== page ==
“I began to cope with the hand Tag had dealt me. Once my surprise and the initial anger about his leaving wore off, I had varied reactions. At times his leave-taking struck me as cavalier. It smacked of grandiosity. He certainly had gained attention. The whole town was probably buzzing about it.”
May 22, 2003. The weather that afternoon was oppressive, the breeze through the open kitchen windows too gentle to cool me. I pulled a stool to the counter top in front of my computer. I was eager to check for email, some word from Tag.
He was in Albuquerque to play in a tennis tournament. I had urged him to take our cell phone. “Call me nightly, hon. I’ll want to know how your matches are going.”
Tag just smiled and shrugged his shoulders.
“I’ll want to hear how you’re doing.”
I was playing my wife role, interested in my husband’s activities. I also sounded like a good mother.
“Oh, I don’t know about that,” he answered with a teasing laugh. It seemed a strange response, so detached. I felt hurt that he would have a phone and choose not to call, but I shrugged it off.
Two nights went by. No phone call, no messages. Twenty-four hours after he left, I was sure there would be one, but the answering machine remained at zero. He had the cell phone. Why wasn’t he calling?
The morning he left, our discussion at breakfast had centered around whether he would take Pebbles, our apricot-colored poodle mix. She had accompanied him to other tournaments and caused no commotion. Tag decided to take her. “She’ll be good companionship,” he said.
“Well, it’s not like you’re going to some deserted place,” I said. “There’ll be people in Albuquerque, right? Your doubles partner?”
Tag just smiled. Secretly, I felt elated that Pebbles was going with him. Five days without a hyperactive, neurotic animal to care for. Besides, Pebbles was always a steady date for Tag. A perfect girlfriend, always ready to go with him, never expecting phone calls or complaining.
I connected to the Internet with a sense of anticipation. Surely there would be a message by now, and sure enough, I saw that the inbox contained something from Tag, with no subject. Why would he need a subject? I knew where he was and what he was doing. I felt happy. He was checking in.
He’d been uncharacteristically affectionate the morning he left, suddenly wrapping his arms around me in a hug. I laughed in surprise. “Tagger,” I said, giggling like a schoolgirl. It felt good to have his arms around me. Then we both walked to the van. As the VW camper pulled out, I waved, amused at how perky and self-important Pebbles appeared in my seat, as though it were her rightful place.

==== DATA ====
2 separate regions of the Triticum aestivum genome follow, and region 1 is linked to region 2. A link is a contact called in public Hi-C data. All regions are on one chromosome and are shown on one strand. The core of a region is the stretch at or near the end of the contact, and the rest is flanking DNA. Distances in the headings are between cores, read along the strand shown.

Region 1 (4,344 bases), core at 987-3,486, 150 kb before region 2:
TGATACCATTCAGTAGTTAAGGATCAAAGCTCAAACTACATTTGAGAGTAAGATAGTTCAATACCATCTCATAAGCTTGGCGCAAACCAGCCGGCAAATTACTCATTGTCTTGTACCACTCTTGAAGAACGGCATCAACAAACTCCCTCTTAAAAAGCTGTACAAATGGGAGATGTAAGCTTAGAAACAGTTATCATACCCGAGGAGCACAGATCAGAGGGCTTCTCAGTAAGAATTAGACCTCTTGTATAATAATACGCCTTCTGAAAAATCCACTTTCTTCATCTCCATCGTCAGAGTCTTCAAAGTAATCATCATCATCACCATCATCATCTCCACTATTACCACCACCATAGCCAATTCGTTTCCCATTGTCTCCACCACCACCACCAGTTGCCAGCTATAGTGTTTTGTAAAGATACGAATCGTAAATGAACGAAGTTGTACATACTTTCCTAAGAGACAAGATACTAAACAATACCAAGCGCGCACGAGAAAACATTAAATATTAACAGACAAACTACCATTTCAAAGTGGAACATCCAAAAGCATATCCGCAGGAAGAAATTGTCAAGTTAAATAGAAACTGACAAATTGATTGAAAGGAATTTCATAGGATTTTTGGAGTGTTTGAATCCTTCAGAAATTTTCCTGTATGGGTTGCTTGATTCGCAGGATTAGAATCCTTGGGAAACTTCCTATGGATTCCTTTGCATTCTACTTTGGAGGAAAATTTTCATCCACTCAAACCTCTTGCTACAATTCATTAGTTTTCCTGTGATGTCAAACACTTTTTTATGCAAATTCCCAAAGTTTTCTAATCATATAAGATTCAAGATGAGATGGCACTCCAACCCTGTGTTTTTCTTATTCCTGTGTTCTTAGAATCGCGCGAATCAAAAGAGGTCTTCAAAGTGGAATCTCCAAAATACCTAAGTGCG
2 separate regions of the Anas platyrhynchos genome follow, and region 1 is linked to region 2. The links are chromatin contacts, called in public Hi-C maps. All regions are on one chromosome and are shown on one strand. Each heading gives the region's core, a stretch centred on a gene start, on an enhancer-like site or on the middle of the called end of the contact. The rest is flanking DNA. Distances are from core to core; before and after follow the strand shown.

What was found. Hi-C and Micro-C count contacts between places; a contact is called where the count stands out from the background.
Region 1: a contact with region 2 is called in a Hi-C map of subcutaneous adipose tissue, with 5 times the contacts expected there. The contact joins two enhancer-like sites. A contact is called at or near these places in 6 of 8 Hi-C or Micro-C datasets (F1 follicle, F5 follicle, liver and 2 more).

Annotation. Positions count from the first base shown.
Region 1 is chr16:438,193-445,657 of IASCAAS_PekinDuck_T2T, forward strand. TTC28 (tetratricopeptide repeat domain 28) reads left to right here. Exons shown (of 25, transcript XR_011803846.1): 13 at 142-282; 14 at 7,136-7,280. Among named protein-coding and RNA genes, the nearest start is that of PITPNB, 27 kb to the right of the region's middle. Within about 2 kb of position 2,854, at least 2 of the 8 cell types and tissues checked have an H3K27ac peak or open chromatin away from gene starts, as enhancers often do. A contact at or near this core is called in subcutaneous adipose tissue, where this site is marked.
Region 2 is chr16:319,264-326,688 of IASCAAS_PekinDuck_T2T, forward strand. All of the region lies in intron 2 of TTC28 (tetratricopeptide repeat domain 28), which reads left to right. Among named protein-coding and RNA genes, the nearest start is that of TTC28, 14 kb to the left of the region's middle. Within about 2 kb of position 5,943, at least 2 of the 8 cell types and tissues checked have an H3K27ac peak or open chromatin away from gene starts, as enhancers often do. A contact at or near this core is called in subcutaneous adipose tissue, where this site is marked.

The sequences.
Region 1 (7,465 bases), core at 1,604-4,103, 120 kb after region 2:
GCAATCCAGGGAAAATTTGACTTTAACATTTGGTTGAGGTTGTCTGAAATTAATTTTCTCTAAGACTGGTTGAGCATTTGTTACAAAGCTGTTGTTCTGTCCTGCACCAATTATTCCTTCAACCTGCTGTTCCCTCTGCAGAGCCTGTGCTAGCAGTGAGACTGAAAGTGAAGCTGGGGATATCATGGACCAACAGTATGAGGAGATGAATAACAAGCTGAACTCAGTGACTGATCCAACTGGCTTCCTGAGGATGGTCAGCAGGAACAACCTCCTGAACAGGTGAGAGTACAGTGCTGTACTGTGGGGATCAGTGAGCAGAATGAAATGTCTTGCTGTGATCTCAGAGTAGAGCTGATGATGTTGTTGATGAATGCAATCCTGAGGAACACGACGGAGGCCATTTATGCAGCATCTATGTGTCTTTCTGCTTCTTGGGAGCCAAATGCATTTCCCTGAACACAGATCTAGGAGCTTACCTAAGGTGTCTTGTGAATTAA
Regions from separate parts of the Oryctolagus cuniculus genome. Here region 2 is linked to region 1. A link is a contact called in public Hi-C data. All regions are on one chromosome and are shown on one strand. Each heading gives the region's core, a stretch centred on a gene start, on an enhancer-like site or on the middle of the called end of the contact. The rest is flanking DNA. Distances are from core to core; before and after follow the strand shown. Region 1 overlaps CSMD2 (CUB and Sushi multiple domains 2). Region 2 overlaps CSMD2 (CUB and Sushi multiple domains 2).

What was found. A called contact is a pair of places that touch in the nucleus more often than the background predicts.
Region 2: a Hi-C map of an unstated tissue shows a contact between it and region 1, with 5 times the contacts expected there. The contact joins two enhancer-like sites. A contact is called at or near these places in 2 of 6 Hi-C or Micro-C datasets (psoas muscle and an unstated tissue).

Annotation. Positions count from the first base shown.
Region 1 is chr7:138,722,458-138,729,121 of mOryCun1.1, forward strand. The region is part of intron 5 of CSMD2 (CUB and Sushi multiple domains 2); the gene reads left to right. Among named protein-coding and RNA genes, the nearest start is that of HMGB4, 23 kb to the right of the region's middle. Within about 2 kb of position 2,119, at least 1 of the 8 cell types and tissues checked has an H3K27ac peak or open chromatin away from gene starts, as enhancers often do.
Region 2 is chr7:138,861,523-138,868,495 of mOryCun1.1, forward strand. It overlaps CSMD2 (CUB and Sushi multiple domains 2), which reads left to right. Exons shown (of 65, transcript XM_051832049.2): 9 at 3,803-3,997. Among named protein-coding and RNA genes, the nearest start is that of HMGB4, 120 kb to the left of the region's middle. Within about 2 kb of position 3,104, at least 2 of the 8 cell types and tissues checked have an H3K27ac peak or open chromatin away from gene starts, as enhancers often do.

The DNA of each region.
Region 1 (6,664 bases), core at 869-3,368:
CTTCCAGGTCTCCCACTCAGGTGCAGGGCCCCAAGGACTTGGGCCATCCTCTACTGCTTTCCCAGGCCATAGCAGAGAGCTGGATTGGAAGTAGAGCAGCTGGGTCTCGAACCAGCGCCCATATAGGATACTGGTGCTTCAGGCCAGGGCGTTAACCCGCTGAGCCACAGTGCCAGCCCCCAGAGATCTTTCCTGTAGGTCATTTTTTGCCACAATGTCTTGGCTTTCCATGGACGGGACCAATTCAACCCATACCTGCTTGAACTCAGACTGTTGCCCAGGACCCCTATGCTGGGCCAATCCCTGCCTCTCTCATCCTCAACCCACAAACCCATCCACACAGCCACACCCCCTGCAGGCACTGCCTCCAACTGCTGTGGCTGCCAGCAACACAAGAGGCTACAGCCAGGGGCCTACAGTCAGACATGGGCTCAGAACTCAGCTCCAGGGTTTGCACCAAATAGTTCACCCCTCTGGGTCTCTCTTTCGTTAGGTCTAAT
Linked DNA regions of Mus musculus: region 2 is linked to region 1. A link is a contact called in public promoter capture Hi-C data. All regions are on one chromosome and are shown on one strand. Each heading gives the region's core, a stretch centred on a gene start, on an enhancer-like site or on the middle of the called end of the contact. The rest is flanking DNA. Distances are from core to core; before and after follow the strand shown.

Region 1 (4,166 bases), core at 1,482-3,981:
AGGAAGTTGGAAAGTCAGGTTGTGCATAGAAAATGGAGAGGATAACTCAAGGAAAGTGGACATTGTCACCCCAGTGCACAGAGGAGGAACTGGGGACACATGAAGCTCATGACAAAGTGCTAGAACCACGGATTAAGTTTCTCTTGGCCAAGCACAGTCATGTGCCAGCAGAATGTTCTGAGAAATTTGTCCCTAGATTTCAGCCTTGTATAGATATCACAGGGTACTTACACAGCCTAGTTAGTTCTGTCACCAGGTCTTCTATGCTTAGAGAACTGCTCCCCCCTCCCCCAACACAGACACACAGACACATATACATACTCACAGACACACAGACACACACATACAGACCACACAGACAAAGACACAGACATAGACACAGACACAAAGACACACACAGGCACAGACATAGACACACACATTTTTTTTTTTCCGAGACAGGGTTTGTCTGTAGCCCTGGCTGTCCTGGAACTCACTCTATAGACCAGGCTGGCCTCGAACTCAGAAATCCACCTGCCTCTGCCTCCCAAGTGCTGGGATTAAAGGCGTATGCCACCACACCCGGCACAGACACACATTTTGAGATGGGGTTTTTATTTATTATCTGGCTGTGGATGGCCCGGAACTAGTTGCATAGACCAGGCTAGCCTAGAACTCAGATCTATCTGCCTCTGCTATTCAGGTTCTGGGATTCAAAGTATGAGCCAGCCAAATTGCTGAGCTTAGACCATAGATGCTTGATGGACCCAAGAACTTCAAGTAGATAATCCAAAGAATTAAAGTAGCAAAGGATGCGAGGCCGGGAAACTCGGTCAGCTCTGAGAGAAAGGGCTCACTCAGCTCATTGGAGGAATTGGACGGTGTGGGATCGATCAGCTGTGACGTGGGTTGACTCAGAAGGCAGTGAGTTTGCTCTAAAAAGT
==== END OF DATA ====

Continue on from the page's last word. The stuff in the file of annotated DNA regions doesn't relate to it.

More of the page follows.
He’d been uncharacteristically affectionate the morning he left, suddenly wrapping his arms around me in a hug. I laughed in surprise. “Tagger,” I said, giggling like a schoolgirl. It felt good to have his arms around me.
I ran a cool glass of water from the tap. Then I settled myself to read the message. It was a long one. Lots of news. It was atonement time, I thought, and he was making up for his silence.
My dear Martha,
Please read this carefully.
Oh, my, how formal. How patronizing. Insulting really, as though he were instructing a child.
I write this, having passed Albuquerque, and come to Tucson. I will spend some time here.
I began to feel woozy. Tucson? He was supposed to be in Albuquerque. What the hell was he doing in Tucson? He’d never mentioned Tucson.
The time has come, I think, to do something we discussed, Martha, some time ago—separating for a while.
Separating! My stomach shifted, as if the bottom had dropped out. What was he talking about? That was two years ago, when he’d threatened to go off in the van by himself. It had never happened.
We of course have discussed aspects of my dissatisfaction at home. Companionship and lack of mutual interests are central issues.
Our parenting styles are different.
Yes, we seldom saw eye-to-eye on how to raise Naomi. That was understandable, for we had seen very different styles from our own parents.
My interest in sports and travel, yours in books, writing, piano.
Yes, we did have different interests. But wasn’t that okay?
I like to watch TV, you don’t.
But how could he watch those programs for eight continuous hours?
Our disappointing sex life.
Sex life? What sex life?
These difficulties had been years in the making, a part of our lives for decades. Why mention them now?
I reached into the water glass, wetting my fingers and rubbing my forehead, steadying myself against the edge of the counter. The apple tree we had planted outside the window started waving in and out of focus. I couldn’t breathe.
I didn’t bring this up during the past several weeks.
Perhaps he had thought I couldn’t handle it, not with the concert I was preparing for.
But there is no good time for this. I think you will understand my writing this to you.
I didn’t understand. How could I possibly understand something like this? An email? How could he do this by email? Where was the man I’d married, the promising young architect to whom I had given my life? How had he become such a coward?
I am like you, unable to think on my feet very well. I much prefer to be careful in what I say, how I say it.
Well, he got that right. I’m a careful person too. But why hadn’t he said anything when we were in the kitchen before he left? He was eating cereal, and he never said a word. I was standing right there.
The last thing I want is to say something to cause anger.
Anger? When was anger ever part of our relationship? We never even fought.
You have always run an organized household. I think you are a wonderful person. I only wished our interests and concerns overlapped. So we might participate in them together.
I had heard this litany many times before. What else was new?
In my own home I am a lonely person.
Was that my fault? Was I inadequate? He shouldn’t lay that on me. That wasn’t fair. Did he feel lonely with Pebbles?
My weariness turned to dread. Was I being fired? I wanted to hold my head under cool running water.
I’m not sure where I will be. Probably in Arizona and southern California, camping and at tennis tournaments. Your finances will remain under the same income structure. You should be able to manage.
Was this a business letter? How was I supposed to manage for the whole summer when it wasn’t even June yet? When I couldn’t even breathe.
I hope that after reflecting, you will understand this. I need to be away to try to make some sense of what lies ahead.
This was a love letter?
I fired off my response.
How am I supposed to handle this? I’m going to need some help. How long have you had this “plan”? I feel so shaky, like someone has died.